Hollywood will embrace its inner geek at Las Vegas expo
Once suspicious of change, entertainment and media executives are prowling for new ways to deliver content.
By Alex Pham and Dawn C. Chmielewski
Los Angeles Times Staff Writers
January 5, 2008
Welcome to Nerdstock, Hollywood-style.
Entertainment and media executives are heading to Las Vegas next week in droves to inspect gadgets, gizmos and other devices at the annual International Consumer Electronics Show. About 12,000 of them -- roughly triple the number of two years ago -- are expected to be among the show's 140,000 attendees, according to organizers.
"If you look at the list of people who attend CES, it's the who's who of our business," said Steve Mosko, president of Sony Pictures Television, which is exhibiting at CES for the first time and plans to announce digital partnerships there with help from Jerry Seinfeld. "Every big media company is going to be there."
Hollywood has long fought technological change, worrying that advancements such as the VCR -- launched at CES in 1970 -- would encourage piracy and kill lucrative businesses.
But TV and movie studios are now embracing technology with newfound fervor to find alternative ways to deliver their products.
The expected profits from these digital deals have become a primary point of contention in the labor dispute with Hollywood writers, who are seeking higher pay when their work is distributed over the Internet. The studios contend that the economics of new media are too uncertain to justify such increases, yet their executives are flocking to CES to seek distribution deals with electronics companies.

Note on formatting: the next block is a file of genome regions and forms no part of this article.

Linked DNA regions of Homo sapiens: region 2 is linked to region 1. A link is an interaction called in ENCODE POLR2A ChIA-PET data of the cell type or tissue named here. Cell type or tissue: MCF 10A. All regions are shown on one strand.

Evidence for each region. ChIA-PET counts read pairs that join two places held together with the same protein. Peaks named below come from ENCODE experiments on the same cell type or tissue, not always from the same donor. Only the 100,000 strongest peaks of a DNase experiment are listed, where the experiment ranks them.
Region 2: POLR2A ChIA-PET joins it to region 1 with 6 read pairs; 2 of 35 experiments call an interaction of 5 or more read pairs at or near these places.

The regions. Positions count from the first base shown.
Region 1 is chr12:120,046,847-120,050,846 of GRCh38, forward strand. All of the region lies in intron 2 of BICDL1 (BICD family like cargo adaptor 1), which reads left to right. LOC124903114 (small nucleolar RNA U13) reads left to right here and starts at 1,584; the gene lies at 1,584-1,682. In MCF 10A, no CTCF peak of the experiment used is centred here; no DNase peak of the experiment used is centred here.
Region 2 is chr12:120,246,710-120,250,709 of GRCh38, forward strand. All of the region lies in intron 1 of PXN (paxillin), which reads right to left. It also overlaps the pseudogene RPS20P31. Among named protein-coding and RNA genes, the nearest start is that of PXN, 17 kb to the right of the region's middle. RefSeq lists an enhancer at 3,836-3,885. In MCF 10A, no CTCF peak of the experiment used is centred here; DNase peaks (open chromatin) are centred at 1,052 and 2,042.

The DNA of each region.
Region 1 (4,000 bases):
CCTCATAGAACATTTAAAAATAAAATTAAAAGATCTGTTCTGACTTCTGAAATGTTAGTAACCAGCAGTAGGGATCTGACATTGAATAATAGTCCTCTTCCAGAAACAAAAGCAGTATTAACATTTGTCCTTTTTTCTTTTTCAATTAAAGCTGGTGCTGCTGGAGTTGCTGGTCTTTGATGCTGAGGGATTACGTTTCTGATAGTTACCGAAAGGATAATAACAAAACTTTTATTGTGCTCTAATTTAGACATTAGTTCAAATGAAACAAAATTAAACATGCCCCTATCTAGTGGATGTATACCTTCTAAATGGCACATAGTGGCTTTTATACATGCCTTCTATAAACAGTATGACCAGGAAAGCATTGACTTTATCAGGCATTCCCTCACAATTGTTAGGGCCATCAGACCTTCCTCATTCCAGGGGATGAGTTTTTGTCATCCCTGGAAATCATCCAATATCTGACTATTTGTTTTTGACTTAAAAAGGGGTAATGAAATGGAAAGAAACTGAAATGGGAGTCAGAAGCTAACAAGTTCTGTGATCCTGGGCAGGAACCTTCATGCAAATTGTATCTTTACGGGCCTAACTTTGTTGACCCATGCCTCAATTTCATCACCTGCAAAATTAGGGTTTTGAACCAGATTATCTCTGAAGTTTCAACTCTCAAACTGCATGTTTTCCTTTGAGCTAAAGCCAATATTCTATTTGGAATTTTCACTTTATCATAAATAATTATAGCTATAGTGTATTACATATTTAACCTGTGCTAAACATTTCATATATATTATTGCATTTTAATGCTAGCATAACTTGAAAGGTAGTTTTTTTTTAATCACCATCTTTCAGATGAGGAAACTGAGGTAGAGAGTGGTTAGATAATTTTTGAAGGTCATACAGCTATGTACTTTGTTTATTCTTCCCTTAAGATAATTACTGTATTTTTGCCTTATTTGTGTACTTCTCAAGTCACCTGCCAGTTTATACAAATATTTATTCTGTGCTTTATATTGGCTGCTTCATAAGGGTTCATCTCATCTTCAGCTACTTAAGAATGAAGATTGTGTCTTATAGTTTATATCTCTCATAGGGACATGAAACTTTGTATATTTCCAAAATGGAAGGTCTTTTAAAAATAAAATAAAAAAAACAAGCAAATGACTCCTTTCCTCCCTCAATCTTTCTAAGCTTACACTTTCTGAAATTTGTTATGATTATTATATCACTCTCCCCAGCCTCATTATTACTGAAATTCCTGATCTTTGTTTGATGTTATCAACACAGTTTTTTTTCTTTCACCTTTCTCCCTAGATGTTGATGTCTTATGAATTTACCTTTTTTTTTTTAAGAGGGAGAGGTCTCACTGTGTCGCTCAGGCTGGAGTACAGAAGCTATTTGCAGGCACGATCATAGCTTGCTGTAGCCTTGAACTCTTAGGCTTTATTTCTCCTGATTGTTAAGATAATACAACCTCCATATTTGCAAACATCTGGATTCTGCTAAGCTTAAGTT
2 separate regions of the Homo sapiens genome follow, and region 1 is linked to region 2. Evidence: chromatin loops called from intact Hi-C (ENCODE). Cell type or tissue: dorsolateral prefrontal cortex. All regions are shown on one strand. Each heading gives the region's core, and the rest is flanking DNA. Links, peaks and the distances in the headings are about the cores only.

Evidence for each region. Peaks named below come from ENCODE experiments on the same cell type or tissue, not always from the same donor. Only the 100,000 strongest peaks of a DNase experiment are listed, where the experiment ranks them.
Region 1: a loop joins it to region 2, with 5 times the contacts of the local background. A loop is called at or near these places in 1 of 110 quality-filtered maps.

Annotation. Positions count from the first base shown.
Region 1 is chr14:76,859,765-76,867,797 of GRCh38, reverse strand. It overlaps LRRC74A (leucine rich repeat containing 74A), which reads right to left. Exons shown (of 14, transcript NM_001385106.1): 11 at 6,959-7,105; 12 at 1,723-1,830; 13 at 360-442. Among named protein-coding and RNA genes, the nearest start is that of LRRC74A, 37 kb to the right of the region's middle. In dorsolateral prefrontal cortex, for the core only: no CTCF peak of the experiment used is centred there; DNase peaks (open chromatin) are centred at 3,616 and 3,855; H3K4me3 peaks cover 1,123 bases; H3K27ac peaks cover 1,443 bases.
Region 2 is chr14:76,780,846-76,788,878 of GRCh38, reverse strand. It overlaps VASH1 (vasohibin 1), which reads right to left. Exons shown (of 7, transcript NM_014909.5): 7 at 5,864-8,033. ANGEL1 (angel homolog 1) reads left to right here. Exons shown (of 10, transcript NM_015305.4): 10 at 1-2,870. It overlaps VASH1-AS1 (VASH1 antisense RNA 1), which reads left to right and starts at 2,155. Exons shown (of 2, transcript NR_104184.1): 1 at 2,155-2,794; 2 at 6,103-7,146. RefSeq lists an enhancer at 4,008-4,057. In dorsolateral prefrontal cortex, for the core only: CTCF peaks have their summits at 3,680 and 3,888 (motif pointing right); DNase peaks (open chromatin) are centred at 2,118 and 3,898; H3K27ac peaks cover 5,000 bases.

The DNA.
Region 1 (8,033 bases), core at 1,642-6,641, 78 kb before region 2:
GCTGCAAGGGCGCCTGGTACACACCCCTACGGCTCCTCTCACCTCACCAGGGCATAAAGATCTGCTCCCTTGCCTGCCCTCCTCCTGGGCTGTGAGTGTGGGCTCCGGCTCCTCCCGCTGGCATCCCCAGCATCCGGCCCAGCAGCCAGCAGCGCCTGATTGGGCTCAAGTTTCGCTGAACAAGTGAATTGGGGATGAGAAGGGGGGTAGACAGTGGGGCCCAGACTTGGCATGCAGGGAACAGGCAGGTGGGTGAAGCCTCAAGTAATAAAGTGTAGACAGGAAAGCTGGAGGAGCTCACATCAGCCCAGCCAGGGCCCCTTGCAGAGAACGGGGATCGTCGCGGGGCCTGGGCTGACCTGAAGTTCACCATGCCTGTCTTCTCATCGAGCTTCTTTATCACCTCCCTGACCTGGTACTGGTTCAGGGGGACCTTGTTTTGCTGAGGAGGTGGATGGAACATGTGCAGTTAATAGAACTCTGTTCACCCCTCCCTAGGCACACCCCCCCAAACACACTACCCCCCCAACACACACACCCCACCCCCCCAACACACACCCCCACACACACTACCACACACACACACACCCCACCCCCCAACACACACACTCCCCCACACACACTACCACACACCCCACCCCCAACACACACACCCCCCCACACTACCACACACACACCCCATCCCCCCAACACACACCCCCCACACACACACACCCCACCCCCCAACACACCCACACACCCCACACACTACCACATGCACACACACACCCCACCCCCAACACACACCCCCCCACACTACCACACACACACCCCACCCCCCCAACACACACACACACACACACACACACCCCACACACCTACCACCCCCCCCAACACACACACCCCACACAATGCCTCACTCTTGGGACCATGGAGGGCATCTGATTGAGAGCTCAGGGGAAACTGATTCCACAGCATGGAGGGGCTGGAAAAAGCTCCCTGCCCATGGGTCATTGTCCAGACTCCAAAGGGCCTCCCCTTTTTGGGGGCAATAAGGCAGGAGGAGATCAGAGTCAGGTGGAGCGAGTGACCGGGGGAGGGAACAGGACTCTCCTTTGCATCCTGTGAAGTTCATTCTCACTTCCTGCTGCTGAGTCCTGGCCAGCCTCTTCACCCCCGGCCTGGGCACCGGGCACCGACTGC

While there, many expect to scope out trends, show off their growing technical savvy and ensure that devices being produced are secure against piracy.
"We want to talk to them, and they want to talk to us," said Greg Clayman, head of digital distribution at Viacom Inc.'s MTV Networks. "So, hey, why not do it in Vegas?"
Nowhere will Hollywood's desire to see and be seen be more in evidence than at the planned NBC Universal booth, where the broadcast network will strut like its iconic peacock. Even on an exhibit floor with enough wattage to rival the neon of the Las Vegas Strip, it'll be easy to spot: It's the only one with a peacock feather mobile that's 100 feet tall and suspended 50 feet in the air.
"You can't talk about great tech without great content," said Beth Comstock, NBC Universal's president of integrated media. "That's what led us to this year saying we need to have a presence. We want to be in the middle of all these conversations."
NBC is doing its best to be buzzworthy, with "Nightly News" anchor Brian Williams broadcasting live from the booth on the eve of the New Hampshire primary. The network also plans to showcase its 290 websites at its exhibition booth.
Comstock said she wasn't worried about the potential for incurring the wrath of the striking Writers Guild of America by flaunting NBC's digital assets.
"We're all trying to figure out what that digital landscape is, going forward. It's part of our future," Comstock said. "We have to stake out the best relationships. And hopefully, we'll all work out our differences. But we've got to keep focusing on our future."
This year a host of celebrities are on tap to help Hollywood usher in the future, including Seinfeld, Tony Bennett and Kevin Costner.